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Maine Pointe's Ian Hedding featured in

Ian_Hedding.jpgFollowing the release of his Perspectives paper,  A $100M EBITDA Opportunity for Oil Refiners, Maine Pointe's Vice President, Oil & Gas/Chemicals was featured in an article by

This article is reposted with permission by Hart Energy as posted on Hart Energy's website on Feb 26, 2016.

With Oil Prices Low and Margins Thinner, Refiners Eye Logistics: Refining margins are still fairly good this year, but few operators or analysts expect anything like the returns of last year when crude prices tumbled faster than prices for fuels and petrochemicals. With that reality looming, refiners are re-examining all of their operations to see where further economies can be gained and also how some of the gains of the last year and a half can be sustained.

An emerging school of thought indicates that the best opportunities are hiding in plain sight: crude oil. Refiners are in a rare position to benefit from both domestic and international supply trends. Domestic production, especially unconventional supplies, is being curtailed, even as once-unimaginable exports begin. But, prices are still low and availability is ample.

At the same time, international production is surging. To be sure, Russia and Saudi Arabia have floated ideas of limiting further supply growth, but that is only after a year and a half of pumping. Canadian oil-sands production continues apace with high-capital projects too far along to be halted. And, Iranian barrels are coming back on the market.

For example, on Feb. 25, the U.S. Energy Information Administration (EIA) reported, “Despite lower crude oil prices, the EIA expects Canadian oil production to continue increasing through 2017. Canadian oil-sands projects that were already under construction when prices began to fall in 2014 and that are expected to begin production in the next two years are the main driver of production growth.”

According to the EIA’s February “Short-Term Energy Outlook,” production of petroleum and other liquids in Canada, which totaled 4.5 million barrels per day (MMbbl/d) in 2015, is expected to average 4.6 MMbbl/d in 2016 and 4.8 MMbbl/d in 2017. This increase is driven by growth in oil-sands production of about 300,000 bbl/d by the end of 2017, which is partially offset by a decline in conventional oil production.”
Given that broad and deep supply situation, market watchers say the trick is not to worry about calling a bottom in prices, but to call a window of crude availability: any barrel of any quality is now available from any source. The only question is logistics. The cost and reliability of transportation is at least as important as the cost of the crude.

“The market is actually being efficient in allocating crude,” said Jason Jason Gammel, equity analyst with Jefferies International Ltd. in London. “The U.S. supply of light sweet crude is declining, and economics of getting Bakken production to the U.S. East Coast is changing. Also, the logistical bottlenecks of getting crude to the U.S. Gulf Coast via Cushing are being addressed.” For margins, Gammel noted that “gasoline is down, but still better than middle distillates, so refiners will be turning to gasoline again this year. Inventories are high, but that is likely to be corrected as stocks are drawn down during the heavy maintenance season.  We are already seeing some voluntary run cuts. So, it could be a decent environment over the summer.”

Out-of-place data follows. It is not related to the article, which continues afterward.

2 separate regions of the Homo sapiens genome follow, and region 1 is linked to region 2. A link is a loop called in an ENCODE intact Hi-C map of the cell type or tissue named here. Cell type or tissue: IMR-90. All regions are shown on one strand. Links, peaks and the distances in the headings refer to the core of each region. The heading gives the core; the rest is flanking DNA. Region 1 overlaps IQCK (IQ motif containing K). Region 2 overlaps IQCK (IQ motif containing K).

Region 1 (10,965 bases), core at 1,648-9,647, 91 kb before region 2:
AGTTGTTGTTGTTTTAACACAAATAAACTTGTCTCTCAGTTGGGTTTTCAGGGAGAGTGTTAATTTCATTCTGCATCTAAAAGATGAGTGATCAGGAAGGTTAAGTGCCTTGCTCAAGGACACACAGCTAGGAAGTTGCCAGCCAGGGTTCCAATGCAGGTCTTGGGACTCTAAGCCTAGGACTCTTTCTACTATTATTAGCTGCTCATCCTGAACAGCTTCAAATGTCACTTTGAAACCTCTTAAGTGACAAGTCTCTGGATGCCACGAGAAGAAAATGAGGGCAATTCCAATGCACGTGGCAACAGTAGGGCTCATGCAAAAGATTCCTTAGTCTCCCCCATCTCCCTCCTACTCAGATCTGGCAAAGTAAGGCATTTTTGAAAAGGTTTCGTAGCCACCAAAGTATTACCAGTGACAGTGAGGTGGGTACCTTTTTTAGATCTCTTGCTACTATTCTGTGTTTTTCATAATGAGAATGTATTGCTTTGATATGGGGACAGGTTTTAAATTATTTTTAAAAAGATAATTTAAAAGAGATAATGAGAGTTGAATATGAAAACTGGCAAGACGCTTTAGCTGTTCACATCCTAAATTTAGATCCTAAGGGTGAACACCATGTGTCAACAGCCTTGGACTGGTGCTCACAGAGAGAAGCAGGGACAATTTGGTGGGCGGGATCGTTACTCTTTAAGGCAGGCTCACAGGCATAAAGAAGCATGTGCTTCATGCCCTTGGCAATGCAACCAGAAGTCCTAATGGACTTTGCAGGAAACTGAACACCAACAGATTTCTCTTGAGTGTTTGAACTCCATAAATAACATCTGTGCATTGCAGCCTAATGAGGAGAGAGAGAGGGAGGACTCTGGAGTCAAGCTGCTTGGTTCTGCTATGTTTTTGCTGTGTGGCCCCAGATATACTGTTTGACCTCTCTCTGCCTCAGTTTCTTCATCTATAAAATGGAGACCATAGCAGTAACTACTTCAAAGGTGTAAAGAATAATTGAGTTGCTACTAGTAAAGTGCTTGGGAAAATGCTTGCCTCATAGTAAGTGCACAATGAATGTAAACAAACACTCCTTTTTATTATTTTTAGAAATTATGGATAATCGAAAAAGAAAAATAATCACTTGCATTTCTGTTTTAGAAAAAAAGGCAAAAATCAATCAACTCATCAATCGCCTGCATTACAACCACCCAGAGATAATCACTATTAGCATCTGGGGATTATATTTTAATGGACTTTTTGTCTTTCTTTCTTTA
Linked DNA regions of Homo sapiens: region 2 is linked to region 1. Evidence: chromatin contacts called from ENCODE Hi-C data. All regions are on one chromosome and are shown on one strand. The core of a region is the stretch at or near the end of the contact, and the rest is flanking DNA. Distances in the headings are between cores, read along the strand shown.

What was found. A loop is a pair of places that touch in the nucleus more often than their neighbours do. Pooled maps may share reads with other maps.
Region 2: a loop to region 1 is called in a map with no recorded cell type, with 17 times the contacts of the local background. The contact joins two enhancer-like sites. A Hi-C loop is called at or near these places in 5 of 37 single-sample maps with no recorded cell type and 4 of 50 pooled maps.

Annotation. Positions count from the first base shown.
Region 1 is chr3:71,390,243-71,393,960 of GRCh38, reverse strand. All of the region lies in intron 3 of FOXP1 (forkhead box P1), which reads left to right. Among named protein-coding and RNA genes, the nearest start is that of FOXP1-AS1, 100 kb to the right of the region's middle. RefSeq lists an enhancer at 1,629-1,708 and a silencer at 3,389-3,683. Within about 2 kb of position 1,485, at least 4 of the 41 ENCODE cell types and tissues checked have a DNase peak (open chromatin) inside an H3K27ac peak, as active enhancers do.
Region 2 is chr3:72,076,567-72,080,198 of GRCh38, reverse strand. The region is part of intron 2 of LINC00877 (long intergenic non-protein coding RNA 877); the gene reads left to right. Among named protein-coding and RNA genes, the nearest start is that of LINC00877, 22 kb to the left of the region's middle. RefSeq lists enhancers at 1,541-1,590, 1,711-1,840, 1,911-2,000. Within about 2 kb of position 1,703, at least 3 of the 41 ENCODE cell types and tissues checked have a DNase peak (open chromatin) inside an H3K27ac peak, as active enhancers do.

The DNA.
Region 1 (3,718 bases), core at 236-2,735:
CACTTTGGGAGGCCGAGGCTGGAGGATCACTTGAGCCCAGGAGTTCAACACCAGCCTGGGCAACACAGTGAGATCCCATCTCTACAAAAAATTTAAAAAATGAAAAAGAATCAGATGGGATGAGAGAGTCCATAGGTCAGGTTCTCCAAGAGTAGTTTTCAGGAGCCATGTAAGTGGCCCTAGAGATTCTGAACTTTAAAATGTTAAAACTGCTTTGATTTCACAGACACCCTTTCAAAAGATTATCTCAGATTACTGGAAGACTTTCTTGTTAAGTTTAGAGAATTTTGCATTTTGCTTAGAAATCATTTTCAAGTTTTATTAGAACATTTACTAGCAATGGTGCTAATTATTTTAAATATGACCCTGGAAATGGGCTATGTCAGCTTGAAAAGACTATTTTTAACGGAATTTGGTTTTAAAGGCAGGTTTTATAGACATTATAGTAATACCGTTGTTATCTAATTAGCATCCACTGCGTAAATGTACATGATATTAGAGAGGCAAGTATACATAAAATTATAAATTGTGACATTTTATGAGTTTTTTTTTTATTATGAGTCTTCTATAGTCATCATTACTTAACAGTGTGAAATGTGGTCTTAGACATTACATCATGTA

Ian Hedding, vice president of oil and gas at consultancy Maine Pointe, urges refiners to examine their whole process, from crude supply to processing to marketing. While there is a business case to be made for starting that scrutiny at the most remunerative end markets and working back through to optimal crude supply, Hedding told that “the easiest way to start the conversation internally is with crude. Where is the cheapest supply, and then seeing how that aligns with strategy? We have seen people start with finished product slate, but today it is all about where the crude is coming from.”

A recent report by Maine Pointe stressed that tanker availability may be pinched in the near future and that refiners would be wise to look into firm transport to help control supply costs. “Crude by rail and pipeline deliveries will continue to be an important aspect of crude supply logistics for many North American refineries. But, with market volatility over the past 18 to 24 months, it is now up to executives to ensure they are putting all logistics options on the table to create competitive advantage,” according to the report.

“Should refiners strike now and lock up capacity? Or should they wait?” Hedding asked. “We are seeing moves to an accelerated review and decisions. The big coastal refiners are locking up transportation. Now the majors have huge in-house capacity, so the onus moves to the mid-sized and even small operations on not just tankers but barge, rail, even truck. A lot of people are taking a look with fresh eyes. They are asking, ‘What are we missing?’
Click here to read Maine Pointe's Perspectives Paper, A $100M EBITDA Opportunity for Oil Refiners

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